skip to Main Content

Key To Educational Software Design: Know Your Audience

If you’re reading this article, you’re probably thinking, “Tell me something I don’t know.” Of course, you’re supposed to know your audience. You may know yours well. This does not mean you can skip the important step of gathering user input for a new education software product or program before going to market.

In this digital world things change at a rapid pace, and so could the audience for your education program. We recommend you refresh or conduct new audience research before you launch a new education product program. It can shine a light on new opportunities that may not have existed last year or even last quarter. We find that you almost always uncover at least one nugget of valuable insight when you update your audience research.

At MMS, educators have been our focus for 40+ years and we know them well.  Yet, we always recommend some level of discovery with end users before designing new tools or applications. When it comes to digital design, small insights into specific scenarios can make all the difference for success.

Here are some things to consider about educational software design:

  •    Define user groups:  It’s best to get really specific about who will be using your software and when. Role, region, grade level, resources, environment, even in some cases subject, can introduce subtle but key differences.  Learn how that particular user group gets their job done, uncover pain points and commonalities, and then design processes that are compatible with existing workflows.
  •    Gather end-user input: Surveys are helpful for broad strokes/ideas early on in discovery.  Individual interviews are a valuable way to uncover insights that guide decisions about process flow and interface design. It’s helpful to be able to ask questions and better understand what is driving the feedback.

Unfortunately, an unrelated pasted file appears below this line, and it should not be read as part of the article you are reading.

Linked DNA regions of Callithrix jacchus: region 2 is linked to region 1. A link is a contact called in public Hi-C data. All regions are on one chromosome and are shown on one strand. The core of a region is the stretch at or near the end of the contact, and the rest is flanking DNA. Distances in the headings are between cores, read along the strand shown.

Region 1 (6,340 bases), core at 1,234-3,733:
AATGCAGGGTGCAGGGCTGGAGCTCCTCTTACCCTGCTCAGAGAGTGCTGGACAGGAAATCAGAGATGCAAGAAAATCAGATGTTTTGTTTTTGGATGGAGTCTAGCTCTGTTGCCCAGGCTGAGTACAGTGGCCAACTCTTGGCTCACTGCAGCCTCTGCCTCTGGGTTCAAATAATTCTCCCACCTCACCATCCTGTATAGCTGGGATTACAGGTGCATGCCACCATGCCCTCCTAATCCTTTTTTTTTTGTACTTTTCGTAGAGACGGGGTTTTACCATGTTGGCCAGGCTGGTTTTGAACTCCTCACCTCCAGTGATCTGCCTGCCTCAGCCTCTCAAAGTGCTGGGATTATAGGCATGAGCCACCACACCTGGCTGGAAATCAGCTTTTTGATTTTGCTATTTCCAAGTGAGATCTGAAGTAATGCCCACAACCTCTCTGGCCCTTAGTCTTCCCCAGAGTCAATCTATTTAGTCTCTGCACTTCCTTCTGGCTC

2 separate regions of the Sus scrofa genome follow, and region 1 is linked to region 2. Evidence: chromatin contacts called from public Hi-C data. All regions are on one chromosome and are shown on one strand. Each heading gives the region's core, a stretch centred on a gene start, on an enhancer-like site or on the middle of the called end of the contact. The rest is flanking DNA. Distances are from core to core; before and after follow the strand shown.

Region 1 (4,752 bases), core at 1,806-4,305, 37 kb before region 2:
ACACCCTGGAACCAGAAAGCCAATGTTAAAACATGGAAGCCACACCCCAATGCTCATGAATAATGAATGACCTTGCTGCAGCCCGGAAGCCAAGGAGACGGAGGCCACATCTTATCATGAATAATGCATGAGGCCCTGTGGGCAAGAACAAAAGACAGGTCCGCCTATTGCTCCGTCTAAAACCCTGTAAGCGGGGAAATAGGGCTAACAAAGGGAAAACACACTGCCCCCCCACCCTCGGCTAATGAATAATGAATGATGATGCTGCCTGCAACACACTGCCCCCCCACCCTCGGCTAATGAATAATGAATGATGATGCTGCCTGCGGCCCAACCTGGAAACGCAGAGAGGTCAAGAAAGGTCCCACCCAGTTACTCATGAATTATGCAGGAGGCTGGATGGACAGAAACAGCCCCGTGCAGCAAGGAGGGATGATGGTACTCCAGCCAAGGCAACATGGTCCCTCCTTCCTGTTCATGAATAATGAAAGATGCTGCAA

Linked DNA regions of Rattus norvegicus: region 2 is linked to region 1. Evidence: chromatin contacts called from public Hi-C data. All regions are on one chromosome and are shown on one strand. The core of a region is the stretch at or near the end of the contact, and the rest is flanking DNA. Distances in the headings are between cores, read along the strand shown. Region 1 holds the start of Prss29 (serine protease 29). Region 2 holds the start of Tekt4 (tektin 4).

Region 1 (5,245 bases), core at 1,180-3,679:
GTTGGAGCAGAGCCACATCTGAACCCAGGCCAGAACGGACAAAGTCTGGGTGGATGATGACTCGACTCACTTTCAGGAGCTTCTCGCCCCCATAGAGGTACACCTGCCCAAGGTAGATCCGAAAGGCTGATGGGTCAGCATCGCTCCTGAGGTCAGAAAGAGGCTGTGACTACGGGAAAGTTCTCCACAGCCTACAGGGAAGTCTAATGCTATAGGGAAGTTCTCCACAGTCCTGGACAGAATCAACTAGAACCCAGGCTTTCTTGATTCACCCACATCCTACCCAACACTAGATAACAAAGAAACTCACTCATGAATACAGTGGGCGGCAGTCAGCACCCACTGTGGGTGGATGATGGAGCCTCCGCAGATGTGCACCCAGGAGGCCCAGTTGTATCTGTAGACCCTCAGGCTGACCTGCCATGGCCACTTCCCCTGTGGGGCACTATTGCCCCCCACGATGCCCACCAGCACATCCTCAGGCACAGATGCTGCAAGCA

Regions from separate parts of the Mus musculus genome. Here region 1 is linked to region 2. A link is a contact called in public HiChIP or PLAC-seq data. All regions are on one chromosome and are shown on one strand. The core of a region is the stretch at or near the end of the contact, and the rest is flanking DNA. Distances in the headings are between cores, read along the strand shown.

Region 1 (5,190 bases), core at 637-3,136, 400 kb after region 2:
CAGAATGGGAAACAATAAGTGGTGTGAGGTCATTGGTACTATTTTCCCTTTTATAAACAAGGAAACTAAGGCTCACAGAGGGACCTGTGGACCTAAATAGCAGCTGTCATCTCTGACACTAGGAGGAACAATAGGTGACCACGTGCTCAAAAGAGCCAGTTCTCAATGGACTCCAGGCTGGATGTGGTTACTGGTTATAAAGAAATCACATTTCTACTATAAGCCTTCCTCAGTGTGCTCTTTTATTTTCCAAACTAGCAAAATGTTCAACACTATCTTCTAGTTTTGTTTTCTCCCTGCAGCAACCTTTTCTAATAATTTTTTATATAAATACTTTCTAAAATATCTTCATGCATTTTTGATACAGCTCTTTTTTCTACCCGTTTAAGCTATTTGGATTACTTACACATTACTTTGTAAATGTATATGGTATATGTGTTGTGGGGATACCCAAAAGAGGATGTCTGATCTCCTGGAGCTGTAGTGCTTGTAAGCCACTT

•    Find out what’s most useful: Present users with a variety of functional concepts and ask if each would be helpful or not, how often they imagine they’d use it, etc. If you ask them to rate “usefulness” for each feature, that gives you a numerical way to compare user input and prioritize features.
  •    Identify motivators and barriers: Find out what would encourage, and prevent, them from using the software. This can inform not only the design but wording and marketing as well.

Software and digital projects tend to be under tight turnaround times.  Sometimes teams are anxious to get started with development, and the discovery process can seem like an unnecessary delay.  In our experience, user input is well worth the time and budget, doesn’t have to be costly to provide value, and can ultimately protect a launch date because it’s far easier to change direction during the design process. Studies have shown that one hour spent identifying issues with the user experience ahead of time, can prevent 100 hours of re-development later.

Clients choose MMS Education because of our deep understanding of the education market, backed by nearly 40 years of working with schools, systems, administrators, and agencies.

Call us today at 866-382-6116 or fill out this form to see how MMS Education can help you reach, engage, and measure impact in the PreK-12 education market.

Back To Top